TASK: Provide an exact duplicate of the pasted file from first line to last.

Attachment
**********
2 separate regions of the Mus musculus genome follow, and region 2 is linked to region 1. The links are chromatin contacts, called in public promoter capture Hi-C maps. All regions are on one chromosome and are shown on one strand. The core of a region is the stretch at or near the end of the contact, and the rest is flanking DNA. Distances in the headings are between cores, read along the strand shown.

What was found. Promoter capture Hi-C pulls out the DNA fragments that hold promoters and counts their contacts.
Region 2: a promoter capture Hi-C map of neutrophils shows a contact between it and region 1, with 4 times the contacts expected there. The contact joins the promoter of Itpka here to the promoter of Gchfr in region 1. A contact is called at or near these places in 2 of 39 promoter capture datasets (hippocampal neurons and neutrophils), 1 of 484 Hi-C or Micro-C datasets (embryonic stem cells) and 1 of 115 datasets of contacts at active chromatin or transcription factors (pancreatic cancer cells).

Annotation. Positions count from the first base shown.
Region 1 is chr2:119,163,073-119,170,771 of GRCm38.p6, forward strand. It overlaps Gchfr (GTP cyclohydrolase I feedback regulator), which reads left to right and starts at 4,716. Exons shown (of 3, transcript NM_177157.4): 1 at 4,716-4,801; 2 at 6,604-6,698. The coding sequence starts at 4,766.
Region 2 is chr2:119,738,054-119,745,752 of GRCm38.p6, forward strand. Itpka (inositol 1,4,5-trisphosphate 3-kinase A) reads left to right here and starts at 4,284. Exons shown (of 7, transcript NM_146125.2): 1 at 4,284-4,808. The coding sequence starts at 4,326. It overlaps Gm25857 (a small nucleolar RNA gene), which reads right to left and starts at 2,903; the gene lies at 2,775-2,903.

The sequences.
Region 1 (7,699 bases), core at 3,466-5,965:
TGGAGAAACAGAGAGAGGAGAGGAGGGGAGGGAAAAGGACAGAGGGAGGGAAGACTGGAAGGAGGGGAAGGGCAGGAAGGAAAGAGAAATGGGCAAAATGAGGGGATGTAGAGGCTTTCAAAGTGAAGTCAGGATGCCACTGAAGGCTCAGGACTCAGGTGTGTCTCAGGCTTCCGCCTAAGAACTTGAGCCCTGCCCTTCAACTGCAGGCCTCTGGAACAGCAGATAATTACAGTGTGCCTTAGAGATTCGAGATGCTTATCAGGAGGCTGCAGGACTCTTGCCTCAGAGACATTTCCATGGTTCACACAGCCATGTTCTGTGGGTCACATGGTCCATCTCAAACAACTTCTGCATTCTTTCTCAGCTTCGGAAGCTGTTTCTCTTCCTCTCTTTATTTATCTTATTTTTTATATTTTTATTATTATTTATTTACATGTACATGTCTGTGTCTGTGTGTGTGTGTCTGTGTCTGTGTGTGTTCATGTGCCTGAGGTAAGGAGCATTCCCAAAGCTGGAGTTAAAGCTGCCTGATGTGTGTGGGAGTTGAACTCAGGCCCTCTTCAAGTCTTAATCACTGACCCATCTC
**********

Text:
2 separate regions of the Mus musculus genome follow, and region 2 is linked to region 1. The links are chromatin contacts, called in public promoter capture Hi-C maps. All regions are on one chromosome and are shown on one strand. The core of a region is the stretch at or near the end of the contact, and the rest is flanking DNA. Distances in the headings are between cores, read along the strand shown.

What was found. Promoter capture Hi-C pulls out the DNA fragments that hold promoters and counts their contacts.
Region 2: a promoter capture Hi-C map of neutrophils shows a contact between it and region 1, with 4 times the contacts expected there. The contact joins the promoter of Itpka here to the promoter of Gchfr in region 1. A contact is called at or near these places in 2 of 39 promoter capture datasets (hippocampal neurons and neutrophils), 1 of 484 Hi-C or Micro-C datasets (embryonic stem cells) and 1 of 115 datasets of contacts at active chromatin or transcription factors (pancreatic cancer cells).

Annotation. Positions count from the first base shown.
Region 1 is chr2:119,163,073-119,170,771 of GRCm38.p6, forward strand. It overlaps Gchfr (GTP cyclohydrolase I feedback regulator), which reads left to right and starts at 4,716. Exons shown (of 3, transcript NM_177157.4): 1 at 4,716-4,801; 2 at 6,604-6,698. The coding sequence starts at 4,766.
Region 2 is chr2:119,738,054-119,745,752 of GRCm38.p6, forward strand. Itpka (inositol 1,4,5-trisphosphate 3-kinase A) reads left to right here and starts at 4,284. Exons shown (of 7, transcript NM_146125.2): 1 at 4,284-4,808. The coding sequence starts at 4,326. It overlaps Gm25857 (a small nucleolar RNA gene), which reads right to left and starts at 2,903; the gene lies at 2,775-2,903.

The sequences.
Region 1 (7,699 bases), core at 3,466-5,965:
TGGAGAAACAGAGAGAGGAGAGGAGGGGAGGGAAAAGGACAGAGGGAGGGAAGACTGGAAGGAGGGGAAGGGCAGGAAGGAAAGAGAAATGGGCAAAATGAGGGGATGTAGAGGCTTTCAAAGTGAAGTCAGGATGCCACTGAAGGCTCAGGACTCAGGTGTGTCTCAGGCTTCCGCCTAAGAACTTGAGCCCTGCCCTTCAACTGCAGGCCTCTGGAACAGCAGATAATTACAGTGTGCCTTAGAGATTCGAGATGCTTATCAGGAGGCTGCAGGACTCTTGCCTCAGAGACATTTCCATGGTTCACACAGCCATGTTCTGTGGGTCACATGGTCCATCTCAAACAACTTCTGCATTCTTTCTCAGCTTCGGAAGCTGTTTCTCTTCCTCTCTTTATTTATCTTATTTTTTATATTTTTATTATTATTTATTTACATGTACATGTCTGTGTCTGTGTGTGTGTGTCTGTGTCTGTGTGTGTTCATGTGCCTGAGGTAAGGAGCATTCCCAAAGCTGGAGTTAAAGCTGCCTGATGTGTGTGGGAGTTGAACTCAGGCCCTCTTCAAGTCTTAATCACTGACCCATCTC